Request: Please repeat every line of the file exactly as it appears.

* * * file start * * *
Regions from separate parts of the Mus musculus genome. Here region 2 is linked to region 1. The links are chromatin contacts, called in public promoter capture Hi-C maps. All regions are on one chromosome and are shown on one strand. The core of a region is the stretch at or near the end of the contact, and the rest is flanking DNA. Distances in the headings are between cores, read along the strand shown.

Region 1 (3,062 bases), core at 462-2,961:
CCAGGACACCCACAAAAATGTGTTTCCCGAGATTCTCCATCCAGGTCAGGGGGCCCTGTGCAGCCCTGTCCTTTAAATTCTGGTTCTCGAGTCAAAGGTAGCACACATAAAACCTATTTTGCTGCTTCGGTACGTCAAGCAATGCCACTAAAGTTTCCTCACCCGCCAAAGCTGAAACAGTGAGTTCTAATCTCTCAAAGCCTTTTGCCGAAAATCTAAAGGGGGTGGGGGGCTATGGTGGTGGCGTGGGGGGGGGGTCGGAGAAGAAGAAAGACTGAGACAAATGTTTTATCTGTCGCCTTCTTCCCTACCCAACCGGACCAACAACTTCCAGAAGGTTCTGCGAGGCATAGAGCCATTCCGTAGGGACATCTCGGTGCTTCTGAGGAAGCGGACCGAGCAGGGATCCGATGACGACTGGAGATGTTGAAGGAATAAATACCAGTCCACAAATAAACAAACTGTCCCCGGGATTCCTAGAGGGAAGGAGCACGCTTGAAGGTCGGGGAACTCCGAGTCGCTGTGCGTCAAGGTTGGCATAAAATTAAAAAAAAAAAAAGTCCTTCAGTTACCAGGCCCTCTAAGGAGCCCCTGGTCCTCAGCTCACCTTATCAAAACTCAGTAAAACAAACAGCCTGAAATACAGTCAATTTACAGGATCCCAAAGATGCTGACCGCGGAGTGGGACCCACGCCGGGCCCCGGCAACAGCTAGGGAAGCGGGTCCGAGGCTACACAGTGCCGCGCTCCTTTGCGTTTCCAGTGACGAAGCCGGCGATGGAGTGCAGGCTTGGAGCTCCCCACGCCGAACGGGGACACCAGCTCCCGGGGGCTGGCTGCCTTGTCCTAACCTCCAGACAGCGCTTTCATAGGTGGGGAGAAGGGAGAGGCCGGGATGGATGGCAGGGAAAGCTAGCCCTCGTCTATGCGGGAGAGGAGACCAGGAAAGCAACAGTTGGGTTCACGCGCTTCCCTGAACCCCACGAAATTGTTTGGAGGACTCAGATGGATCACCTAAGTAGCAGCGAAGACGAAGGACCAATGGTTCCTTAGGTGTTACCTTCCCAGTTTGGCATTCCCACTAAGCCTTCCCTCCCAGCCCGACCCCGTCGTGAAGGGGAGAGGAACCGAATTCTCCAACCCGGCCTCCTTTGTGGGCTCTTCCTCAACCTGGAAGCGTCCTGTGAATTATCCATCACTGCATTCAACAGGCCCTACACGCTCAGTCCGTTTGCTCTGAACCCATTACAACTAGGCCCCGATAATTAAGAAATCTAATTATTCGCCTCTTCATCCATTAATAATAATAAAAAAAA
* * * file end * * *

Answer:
Regions from separate parts of the Mus musculus genome. Here region 2 is linked to region 1. The links are chromatin contacts, called in public promoter capture Hi-C maps. All regions are on one chromosome and are shown on one strand. The core of a region is the stretch at or near the end of the contact, and the rest is flanking DNA. Distances in the headings are between cores, read along the strand shown.

Region 1 (3,062 bases), core at 462-2,961:
CCAGGACACCCACAAAAATGTGTTTCCCGAGATTCTCCATCCAGGTCAGGGGGCCCTGTGCAGCCCTGTCCTTTAAATTCTGGTTCTCGAGTCAAAGGTAGCACACATAAAACCTATTTTGCTGCTTCGGTACGTCAAGCAATGCCACTAAAGTTTCCTCACCCGCCAAAGCTGAAACAGTGAGTTCTAATCTCTCAAAGCCTTTTGCCGAAAATCTAAAGGGGGTGGGGGGCTATGGTGGTGGCGTGGGGGGGGGGTCGGAGAAGAAGAAAGACTGAGACAAATGTTTTATCTGTCGCCTTCTTCCCTACCCAACCGGACCAACAACTTCCAGAAGGTTCTGCGAGGCATAGAGCCATTCCGTAGGGACATCTCGGTGCTTCTGAGGAAGCGGACCGAGCAGGGATCCGATGACGACTGGAGATGTTGAAGGAATAAATACCAGTCCACAAATAAACAAACTGTCCCCGGGATTCCTAGAGGGAAGGAGCACGCTTGAAGGTCGGGGAACTCCGAGTCGCTGTGCGTCAAGGTTGGCATAAAATTAAAAAAAAAAAAAGTCCTTCAGTTACCAGGCCCTCTAAGGAGCCCCTGGTCCTCAGCTCACCTTATCAAAACTCAGTAAAACAAACAGCCTGAAATACAGTCAATTTACAGGATCCCAAAGATGCTGACCGCGGAGTGGGACCCACGCCGGGCCCCGGCAACAGCTAGGGAAGCGGGTCCGAGGCTACACAGTGCCGCGCTCCTTTGCGTTTCCAGTGACGAAGCCGGCGATGGAGTGCAGGCTTGGAGCTCCCCACGCCGAACGGGGACACCAGCTCCCGGGGGCTGGCTGCCTTGTCCTAACCTCCAGACAGCGCTTTCATAGGTGGGGAGAAGGGAGAGGCCGGGATGGATGGCAGGGAAAGCTAGCCCTCGTCTATGCGGGAGAGGAGACCAGGAAAGCAACAGTTGGGTTCACGCGCTTCCCTGAACCCCACGAAATTGTTTGGAGGACTCAGATGGATCACCTAAGTAGCAGCGAAGACGAAGGACCAATGGTTCCTTAGGTGTTACCTTCCCAGTTTGGCATTCCCACTAAGCCTTCCCTCCCAGCCCGACCCCGTCGTGAAGGGGAGAGGAACCGAATTCTCCAACCCGGCCTCCTTTGTGGGCTCTTCCTCAACCTGGAAGCGTCCTGTGAATTATCCATCACTGCATTCAACAGGCCCTACACGCTCAGTCCGTTTGCTCTGAACCCATTACAACTAGGCCCCGATAATTAAGAAATCTAATTATTCGCCTCTTCATCCATTAATAATAATAAAAAAAA